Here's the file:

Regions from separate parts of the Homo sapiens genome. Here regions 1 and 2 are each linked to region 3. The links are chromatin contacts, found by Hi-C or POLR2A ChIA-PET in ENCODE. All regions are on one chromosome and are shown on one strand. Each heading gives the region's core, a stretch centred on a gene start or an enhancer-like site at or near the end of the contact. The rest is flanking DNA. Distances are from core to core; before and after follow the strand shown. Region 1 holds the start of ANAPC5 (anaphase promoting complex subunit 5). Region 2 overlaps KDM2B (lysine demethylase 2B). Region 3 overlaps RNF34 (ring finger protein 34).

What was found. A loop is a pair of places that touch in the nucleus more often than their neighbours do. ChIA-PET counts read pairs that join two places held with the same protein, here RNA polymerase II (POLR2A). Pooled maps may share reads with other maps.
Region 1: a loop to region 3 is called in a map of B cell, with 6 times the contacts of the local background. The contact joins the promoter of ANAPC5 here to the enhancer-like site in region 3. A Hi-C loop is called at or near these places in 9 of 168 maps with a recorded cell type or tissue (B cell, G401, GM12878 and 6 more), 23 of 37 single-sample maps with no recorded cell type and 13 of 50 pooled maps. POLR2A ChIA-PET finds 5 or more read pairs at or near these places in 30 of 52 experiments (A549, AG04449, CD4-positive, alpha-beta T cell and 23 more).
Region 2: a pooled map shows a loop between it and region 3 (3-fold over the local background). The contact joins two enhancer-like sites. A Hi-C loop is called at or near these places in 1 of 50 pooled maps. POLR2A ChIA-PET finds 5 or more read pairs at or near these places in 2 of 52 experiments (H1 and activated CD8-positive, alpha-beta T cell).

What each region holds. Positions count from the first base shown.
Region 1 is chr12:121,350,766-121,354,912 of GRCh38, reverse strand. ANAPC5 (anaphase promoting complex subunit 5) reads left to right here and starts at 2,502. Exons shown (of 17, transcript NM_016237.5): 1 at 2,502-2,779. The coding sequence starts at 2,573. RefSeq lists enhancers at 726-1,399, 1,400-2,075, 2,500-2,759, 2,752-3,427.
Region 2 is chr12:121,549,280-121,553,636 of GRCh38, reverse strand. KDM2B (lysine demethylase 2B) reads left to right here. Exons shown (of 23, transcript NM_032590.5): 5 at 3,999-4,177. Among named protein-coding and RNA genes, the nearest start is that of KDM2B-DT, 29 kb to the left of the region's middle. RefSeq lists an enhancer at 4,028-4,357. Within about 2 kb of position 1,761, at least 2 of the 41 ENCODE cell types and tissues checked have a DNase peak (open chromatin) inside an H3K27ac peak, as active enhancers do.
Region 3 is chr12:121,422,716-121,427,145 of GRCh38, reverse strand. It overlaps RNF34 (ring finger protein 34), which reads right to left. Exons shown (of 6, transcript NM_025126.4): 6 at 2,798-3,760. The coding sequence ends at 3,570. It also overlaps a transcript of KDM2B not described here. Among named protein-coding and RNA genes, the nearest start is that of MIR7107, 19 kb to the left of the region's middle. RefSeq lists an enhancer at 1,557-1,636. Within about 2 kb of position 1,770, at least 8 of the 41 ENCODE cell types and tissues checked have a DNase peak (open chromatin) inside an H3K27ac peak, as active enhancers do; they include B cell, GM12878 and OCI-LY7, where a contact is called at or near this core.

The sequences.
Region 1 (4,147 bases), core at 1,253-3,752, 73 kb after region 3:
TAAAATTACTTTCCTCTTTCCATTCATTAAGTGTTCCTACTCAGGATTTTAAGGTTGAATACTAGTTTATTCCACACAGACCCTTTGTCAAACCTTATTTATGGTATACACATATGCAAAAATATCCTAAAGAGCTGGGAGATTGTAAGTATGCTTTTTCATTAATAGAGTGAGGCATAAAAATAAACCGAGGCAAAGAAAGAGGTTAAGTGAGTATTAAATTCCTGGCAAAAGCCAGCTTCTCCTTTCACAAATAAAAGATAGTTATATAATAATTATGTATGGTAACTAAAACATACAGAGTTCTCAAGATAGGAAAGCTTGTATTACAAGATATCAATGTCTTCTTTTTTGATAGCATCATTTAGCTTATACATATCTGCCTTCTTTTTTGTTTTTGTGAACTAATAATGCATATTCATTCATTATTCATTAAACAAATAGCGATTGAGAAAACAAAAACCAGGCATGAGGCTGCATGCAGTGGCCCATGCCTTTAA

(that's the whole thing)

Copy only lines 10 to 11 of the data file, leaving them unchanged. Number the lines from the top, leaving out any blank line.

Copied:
Region 1 (4,147 bases), core at 1,253-3,752, 73 kb after region 3:
TAAAATTACTTTCCTCTTTCCATTCATTAAGTGTTCCTACTCAGGATTTTAAGGTTGAATACTAGTTTATTCCACACAGACCCTTTGTCAAACCTTATTTATGGTATACACATATGCAAAAATATCCTAAAGAGCTGGGAGATTGTAAGTATGCTTTTTCATTAATAGAGTGAGGCATAAAAATAAACCGAGGCAAAGAAAGAGGTTAAGTGAGTATTAAATTCCTGGCAAAAGCCAGCTTCTCCTTTCACAAATAAAAGATAGTTATATAATAATTATGTATGGTAACTAAAACATACAGAGTTCTCAAGATAGGAAAGCTTGTATTACAAGATATCAATGTCTTCTTTTTTGATAGCATCATTTAGCTTATACATATCTGCCTTCTTTTTTGTTTTTGTGAACTAATAATGCATATTCATTCATTATTCATTAAACAAATAGCGATTGAGAAAACAAAAACCAGGCATGAGGCTGCATGCAGTGGCCCATGCCTTTAA